Since September 2010, this blog has recorded the journey of this music junkie as I attempt to listen to all the music in my CD collection. CDs revisited in their entirety from start to finish - no skipping tracks, no shuffle. Compact Discs only - no vinyl, no tapes, no files.

Monday, January 24, 2011

Todd Rundgren - The Ever Popular Tortured Artist Effect (1982)

Note: this release was received as a gift as an LP, later replaced by a CD.

In 1982, Rundgren was unhappy with his record label, but was contractually obligated to deliver a solo record. This explains the record's cynical title and the fact that it only runs about 35 minutes. Rundgren threw together some songs that he quickly wrote, produced, and on which he performed all instruments. He reportedly disavows this album, but I think it's great and I'm glad I picked up a CD copy before it went out-of-print.

Press of the time:
  • Rolling Stone (★★★½): "Here's hoping there's more where this came from."
  • Stereo Review: "when he's right there's no one else like him."
  • Trouser Press: "It's so thoroughly, melodiously pop that it's almost too easy."
  • Billboard: "For the faithful only."

Peak on the US Billboard Top 200 chart: #66
Peak on the Billboard Rock Album chart: #30
Peak on Cash Box album chart: #60

Tracks: You know the ubiquitous hit, Bang The Drum All Day. There's also a bad cover of the Small Faces' Tin Soldier and a Gilbert & Sullivan parody entitled Emperor of the Highway. Those three are the worse songs on the CD. The other 6 tracks are fantastic, forgotten pop tracks. I'd have to say that my favorite is probably Drive because I find myself singing that song to myself more than any others.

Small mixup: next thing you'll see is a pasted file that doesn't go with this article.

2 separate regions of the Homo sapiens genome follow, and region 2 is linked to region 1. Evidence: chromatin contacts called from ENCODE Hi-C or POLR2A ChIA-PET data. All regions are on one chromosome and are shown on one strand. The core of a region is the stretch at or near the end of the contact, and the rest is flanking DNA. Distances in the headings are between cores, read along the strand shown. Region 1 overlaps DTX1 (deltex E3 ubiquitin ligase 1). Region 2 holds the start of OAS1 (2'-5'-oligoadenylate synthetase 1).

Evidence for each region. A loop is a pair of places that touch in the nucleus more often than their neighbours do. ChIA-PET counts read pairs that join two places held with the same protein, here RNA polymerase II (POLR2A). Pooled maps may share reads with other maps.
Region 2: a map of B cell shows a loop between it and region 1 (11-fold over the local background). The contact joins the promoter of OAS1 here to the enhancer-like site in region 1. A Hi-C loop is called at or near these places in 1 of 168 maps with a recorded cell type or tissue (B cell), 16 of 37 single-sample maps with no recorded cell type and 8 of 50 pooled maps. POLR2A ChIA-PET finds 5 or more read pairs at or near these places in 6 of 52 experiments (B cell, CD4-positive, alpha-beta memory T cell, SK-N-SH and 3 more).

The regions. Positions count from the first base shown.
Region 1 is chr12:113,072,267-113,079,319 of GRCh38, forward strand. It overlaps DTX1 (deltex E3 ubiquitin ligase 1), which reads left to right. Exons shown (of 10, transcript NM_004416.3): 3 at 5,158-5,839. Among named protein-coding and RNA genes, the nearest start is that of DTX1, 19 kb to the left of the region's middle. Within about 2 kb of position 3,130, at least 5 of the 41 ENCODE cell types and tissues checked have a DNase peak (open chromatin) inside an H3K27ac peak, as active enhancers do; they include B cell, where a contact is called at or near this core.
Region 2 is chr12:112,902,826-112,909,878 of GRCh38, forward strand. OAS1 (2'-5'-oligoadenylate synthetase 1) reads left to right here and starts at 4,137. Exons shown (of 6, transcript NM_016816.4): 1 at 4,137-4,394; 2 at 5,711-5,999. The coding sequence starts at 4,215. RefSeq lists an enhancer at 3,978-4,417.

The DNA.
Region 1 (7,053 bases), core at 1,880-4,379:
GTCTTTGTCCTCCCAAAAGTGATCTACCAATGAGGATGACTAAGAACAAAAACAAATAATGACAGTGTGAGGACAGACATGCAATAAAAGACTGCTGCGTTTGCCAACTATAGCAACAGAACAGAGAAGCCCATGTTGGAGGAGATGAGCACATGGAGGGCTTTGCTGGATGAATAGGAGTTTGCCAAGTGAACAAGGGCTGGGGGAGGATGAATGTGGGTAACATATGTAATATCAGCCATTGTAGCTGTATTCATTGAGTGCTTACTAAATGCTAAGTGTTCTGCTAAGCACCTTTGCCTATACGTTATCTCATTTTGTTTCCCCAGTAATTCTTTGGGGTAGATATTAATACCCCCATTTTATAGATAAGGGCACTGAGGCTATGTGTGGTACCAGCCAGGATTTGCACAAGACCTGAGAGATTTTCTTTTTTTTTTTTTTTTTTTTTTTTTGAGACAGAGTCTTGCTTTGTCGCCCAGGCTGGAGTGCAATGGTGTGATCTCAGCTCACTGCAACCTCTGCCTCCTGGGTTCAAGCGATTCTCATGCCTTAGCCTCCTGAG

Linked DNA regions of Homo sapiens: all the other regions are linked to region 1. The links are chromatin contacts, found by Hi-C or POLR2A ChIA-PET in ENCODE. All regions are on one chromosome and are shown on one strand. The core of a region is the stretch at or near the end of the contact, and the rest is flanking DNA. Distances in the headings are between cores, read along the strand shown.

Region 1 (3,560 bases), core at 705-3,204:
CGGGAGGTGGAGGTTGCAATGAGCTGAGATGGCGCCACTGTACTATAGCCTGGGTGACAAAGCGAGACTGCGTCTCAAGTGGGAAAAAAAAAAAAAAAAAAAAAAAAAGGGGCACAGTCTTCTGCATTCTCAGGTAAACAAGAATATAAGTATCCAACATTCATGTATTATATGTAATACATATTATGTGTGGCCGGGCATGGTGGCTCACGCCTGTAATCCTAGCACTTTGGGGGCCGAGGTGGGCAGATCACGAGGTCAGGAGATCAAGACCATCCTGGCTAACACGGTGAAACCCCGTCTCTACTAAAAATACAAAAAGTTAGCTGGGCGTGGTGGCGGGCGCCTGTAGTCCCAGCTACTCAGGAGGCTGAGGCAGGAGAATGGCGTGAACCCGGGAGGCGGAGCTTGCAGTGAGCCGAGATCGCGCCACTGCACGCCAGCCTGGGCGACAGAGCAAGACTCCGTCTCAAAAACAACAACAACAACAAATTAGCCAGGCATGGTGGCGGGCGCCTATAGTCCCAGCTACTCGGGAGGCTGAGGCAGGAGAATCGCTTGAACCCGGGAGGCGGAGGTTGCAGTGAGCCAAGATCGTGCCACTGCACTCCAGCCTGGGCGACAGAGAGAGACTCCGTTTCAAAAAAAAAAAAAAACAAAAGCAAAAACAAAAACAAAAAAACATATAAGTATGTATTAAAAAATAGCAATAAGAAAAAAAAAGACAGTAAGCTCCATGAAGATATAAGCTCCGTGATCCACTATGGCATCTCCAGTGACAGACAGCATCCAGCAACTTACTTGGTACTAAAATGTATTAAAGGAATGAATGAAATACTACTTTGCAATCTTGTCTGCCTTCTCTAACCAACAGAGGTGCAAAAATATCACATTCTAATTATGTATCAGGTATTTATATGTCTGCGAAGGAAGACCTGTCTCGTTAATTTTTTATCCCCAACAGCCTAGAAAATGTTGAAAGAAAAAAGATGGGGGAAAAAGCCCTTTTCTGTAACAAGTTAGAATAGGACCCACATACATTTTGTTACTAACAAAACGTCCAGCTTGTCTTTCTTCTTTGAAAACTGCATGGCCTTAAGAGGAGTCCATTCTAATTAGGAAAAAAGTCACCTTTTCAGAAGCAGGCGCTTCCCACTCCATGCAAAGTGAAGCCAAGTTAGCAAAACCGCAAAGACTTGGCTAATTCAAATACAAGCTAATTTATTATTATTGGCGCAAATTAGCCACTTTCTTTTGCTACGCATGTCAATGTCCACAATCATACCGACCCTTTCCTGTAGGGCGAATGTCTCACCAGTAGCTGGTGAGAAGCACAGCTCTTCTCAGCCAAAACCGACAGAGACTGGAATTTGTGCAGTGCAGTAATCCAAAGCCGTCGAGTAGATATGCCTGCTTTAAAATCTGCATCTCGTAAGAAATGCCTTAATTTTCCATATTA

Personal Memory Associated with this CD: My LP copy of this release was given to me by my friend Jim. Jim bought a lot of albums in the early '80s and turned me on to a lot of music I would not have heard otherwise. He bought this LP and, it not being what he expected, gave it to me. Knowing Jim, he would probably would rather stick an icepick through his eardrum than listen to this music now, but I'm grateful that he exposed me to a wide variety of music.

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